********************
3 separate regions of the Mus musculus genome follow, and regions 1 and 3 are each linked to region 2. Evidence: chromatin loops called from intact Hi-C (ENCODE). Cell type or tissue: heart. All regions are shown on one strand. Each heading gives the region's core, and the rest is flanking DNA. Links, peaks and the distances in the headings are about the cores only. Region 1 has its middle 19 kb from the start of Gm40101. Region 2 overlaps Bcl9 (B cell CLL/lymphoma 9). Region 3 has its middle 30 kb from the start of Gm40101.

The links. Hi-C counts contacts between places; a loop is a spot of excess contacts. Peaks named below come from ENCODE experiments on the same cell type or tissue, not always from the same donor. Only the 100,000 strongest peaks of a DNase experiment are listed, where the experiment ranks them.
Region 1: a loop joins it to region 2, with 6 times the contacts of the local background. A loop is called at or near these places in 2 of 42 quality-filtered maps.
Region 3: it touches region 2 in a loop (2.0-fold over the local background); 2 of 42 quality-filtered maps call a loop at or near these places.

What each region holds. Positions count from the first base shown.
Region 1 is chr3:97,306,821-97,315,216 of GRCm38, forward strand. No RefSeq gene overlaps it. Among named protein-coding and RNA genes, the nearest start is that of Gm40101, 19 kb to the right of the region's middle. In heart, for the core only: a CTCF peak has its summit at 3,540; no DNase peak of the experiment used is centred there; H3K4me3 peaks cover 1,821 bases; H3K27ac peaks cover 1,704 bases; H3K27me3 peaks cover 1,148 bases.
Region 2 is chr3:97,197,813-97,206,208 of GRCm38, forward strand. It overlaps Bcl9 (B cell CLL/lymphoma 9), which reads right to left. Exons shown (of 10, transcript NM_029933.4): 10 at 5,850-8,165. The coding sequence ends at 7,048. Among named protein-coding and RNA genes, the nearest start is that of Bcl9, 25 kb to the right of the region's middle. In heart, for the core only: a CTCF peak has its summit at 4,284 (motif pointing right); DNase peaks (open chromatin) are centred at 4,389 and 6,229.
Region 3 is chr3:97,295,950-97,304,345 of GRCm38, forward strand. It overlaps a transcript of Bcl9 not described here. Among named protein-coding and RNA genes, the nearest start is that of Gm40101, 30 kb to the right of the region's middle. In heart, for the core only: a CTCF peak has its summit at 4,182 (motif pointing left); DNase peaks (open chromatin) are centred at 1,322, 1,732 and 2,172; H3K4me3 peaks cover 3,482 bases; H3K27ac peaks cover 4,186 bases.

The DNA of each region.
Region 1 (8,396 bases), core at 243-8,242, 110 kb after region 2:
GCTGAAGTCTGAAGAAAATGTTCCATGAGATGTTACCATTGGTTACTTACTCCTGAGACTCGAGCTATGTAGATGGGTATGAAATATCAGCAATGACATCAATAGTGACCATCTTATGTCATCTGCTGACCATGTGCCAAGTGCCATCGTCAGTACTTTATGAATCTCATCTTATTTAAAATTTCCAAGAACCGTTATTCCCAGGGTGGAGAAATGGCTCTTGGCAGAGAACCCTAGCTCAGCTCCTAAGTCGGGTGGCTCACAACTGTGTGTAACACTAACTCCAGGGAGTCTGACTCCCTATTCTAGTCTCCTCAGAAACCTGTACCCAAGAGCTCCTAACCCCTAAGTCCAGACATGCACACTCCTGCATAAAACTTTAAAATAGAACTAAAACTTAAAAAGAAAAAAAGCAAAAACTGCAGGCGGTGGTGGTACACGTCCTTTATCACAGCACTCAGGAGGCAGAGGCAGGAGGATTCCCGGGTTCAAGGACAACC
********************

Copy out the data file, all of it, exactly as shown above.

3 separate regions of the Mus musculus genome follow, and regions 1 and 3 are each linked to region 2. Evidence: chromatin loops called from intact Hi-C (ENCODE). Cell type or tissue: heart. All regions are shown on one strand. Each heading gives the region's core, and the rest is flanking DNA. Links, peaks and the distances in the headings are about the cores only. Region 1 has its middle 19 kb from the start of Gm40101. Region 2 overlaps Bcl9 (B cell CLL/lymphoma 9). Region 3 has its middle 30 kb from the start of Gm40101.

The links. Hi-C counts contacts between places; a loop is a spot of excess contacts. Peaks named below come from ENCODE experiments on the same cell type or tissue, not always from the same donor. Only the 100,000 strongest peaks of a DNase experiment are listed, where the experiment ranks them.
Region 1: a loop joins it to region 2, with 6 times the contacts of the local background. A loop is called at or near these places in 2 of 42 quality-filtered maps.
Region 3: it touches region 2 in a loop (2.0-fold over the local background); 2 of 42 quality-filtered maps call a loop at or near these places.

What each region holds. Positions count from the first base shown.
Region 1 is chr3:97,306,821-97,315,216 of GRCm38, forward strand. No RefSeq gene overlaps it. Among named protein-coding and RNA genes, the nearest start is that of Gm40101, 19 kb to the right of the region's middle. In heart, for the core only: a CTCF peak has its summit at 3,540; no DNase peak of the experiment used is centred there; H3K4me3 peaks cover 1,821 bases; H3K27ac peaks cover 1,704 bases; H3K27me3 peaks cover 1,148 bases.
Region 2 is chr3:97,197,813-97,206,208 of GRCm38, forward strand. It overlaps Bcl9 (B cell CLL/lymphoma 9), which reads right to left. Exons shown (of 10, transcript NM_029933.4): 10 at 5,850-8,165. The coding sequence ends at 7,048. Among named protein-coding and RNA genes, the nearest start is that of Bcl9, 25 kb to the right of the region's middle. In heart, for the core only: a CTCF peak has its summit at 4,284 (motif pointing right); DNase peaks (open chromatin) are centred at 4,389 and 6,229.
Region 3 is chr3:97,295,950-97,304,345 of GRCm38, forward strand. It overlaps a transcript of Bcl9 not described here. Among named protein-coding and RNA genes, the nearest start is that of Gm40101, 30 kb to the right of the region's middle. In heart, for the core only: a CTCF peak has its summit at 4,182 (motif pointing left); DNase peaks (open chromatin) are centred at 1,322, 1,732 and 2,172; H3K4me3 peaks cover 3,482 bases; H3K27ac peaks cover 4,186 bases.

The DNA of each region.
Region 1 (8,396 bases), core at 243-8,242, 110 kb after region 2:
GCTGAAGTCTGAAGAAAATGTTCCATGAGATGTTACCATTGGTTACTTACTCCTGAGACTCGAGCTATGTAGATGGGTATGAAATATCAGCAATGACATCAATAGTGACCATCTTATGTCATCTGCTGACCATGTGCCAAGTGCCATCGTCAGTACTTTATGAATCTCATCTTATTTAAAATTTCCAAGAACCGTTATTCCCAGGGTGGAGAAATGGCTCTTGGCAGAGAACCCTAGCTCAGCTCCTAAGTCGGGTGGCTCACAACTGTGTGTAACACTAACTCCAGGGAGTCTGACTCCCTATTCTAGTCTCCTCAGAAACCTGTACCCAAGAGCTCCTAACCCCTAAGTCCAGACATGCACACTCCTGCATAAAACTTTAAAATAGAACTAAAACTTAAAAAGAAAAAAAGCAAAAACTGCAGGCGGTGGTGGTACACGTCCTTTATCACAGCACTCAGGAGGCAGAGGCAGGAGGATTCCCGGGTTCAAGGACAACC